Tata has had a tough life. Now she lives at Mkurnali and works with the women’s craft group, which made these Christmas decorations. The group was invited to the US Embassy in Tbilisi to take part in their Christmas Market. Mkurnali also participated in the festive market organised by the City Hall. They sold many of their decorations. The children were also very happy to be a part of the New Year market because there were so many fun attractions and sights.
Tata was 5 years old when her parents divorced. After some time Tata’s father re-married and stopped helping Tata and her mother. Tata has not seen him since then. Her mother worked very hard to raise both Tata and her younger brother but it was very difficult. As the mother didn’t have anyone to help she often had to leave the children alone at home with Tata taking care of her 2 year old brother. The family struggled to make ends meet, and Tata’s mother could barely afford to feed the children.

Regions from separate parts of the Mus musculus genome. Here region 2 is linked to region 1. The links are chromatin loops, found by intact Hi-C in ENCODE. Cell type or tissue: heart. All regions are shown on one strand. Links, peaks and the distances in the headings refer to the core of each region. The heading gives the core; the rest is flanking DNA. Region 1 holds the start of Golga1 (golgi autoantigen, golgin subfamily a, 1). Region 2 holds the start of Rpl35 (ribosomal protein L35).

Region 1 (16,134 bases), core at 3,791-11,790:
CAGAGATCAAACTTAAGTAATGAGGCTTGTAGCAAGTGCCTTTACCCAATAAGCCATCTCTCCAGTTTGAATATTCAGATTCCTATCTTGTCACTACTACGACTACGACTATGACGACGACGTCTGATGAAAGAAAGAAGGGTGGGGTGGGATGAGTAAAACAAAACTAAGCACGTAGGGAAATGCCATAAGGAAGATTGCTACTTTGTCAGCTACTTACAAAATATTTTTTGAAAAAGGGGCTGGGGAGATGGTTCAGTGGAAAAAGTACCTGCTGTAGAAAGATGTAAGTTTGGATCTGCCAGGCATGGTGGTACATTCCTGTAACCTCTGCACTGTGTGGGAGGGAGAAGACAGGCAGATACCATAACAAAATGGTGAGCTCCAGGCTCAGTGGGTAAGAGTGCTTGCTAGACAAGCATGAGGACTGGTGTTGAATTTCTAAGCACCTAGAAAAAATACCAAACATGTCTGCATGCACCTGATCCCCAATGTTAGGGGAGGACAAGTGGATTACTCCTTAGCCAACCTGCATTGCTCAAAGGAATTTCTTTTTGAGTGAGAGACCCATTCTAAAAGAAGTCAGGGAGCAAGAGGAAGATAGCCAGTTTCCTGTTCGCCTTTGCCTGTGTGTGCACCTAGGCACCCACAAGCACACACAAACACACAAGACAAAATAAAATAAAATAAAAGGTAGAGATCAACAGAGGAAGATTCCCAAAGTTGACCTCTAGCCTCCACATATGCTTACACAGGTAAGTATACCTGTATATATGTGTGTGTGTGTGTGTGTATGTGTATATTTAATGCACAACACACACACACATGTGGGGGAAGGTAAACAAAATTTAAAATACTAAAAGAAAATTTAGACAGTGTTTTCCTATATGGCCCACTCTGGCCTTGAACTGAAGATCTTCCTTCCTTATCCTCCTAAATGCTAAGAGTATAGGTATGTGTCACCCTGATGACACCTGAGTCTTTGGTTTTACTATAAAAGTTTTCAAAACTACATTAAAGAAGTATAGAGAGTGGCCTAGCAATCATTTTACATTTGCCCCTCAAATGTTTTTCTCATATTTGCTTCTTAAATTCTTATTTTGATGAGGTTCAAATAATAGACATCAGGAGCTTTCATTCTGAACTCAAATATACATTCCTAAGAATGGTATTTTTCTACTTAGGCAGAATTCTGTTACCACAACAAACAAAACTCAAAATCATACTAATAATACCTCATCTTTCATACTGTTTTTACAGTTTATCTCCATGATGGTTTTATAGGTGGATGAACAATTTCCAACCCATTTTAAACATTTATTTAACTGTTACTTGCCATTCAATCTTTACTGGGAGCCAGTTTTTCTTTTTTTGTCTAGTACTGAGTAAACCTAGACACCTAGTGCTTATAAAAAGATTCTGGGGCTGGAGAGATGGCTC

When Tata turned 8, her mother re-married and it turned out that her husband didn’t like children. He would often beat them while her mother did nothing to protect the children. Tata could not bear it and ran away, befriended other children sleeping rough and lived on the street for a few years. Tata was 15 when she met and fell in love with one of the boys who lived in the area where Tata and other young people had been sleeping rough. He was the same age as Tata and later when Tata became pregnant with their first child, he got scared and left her.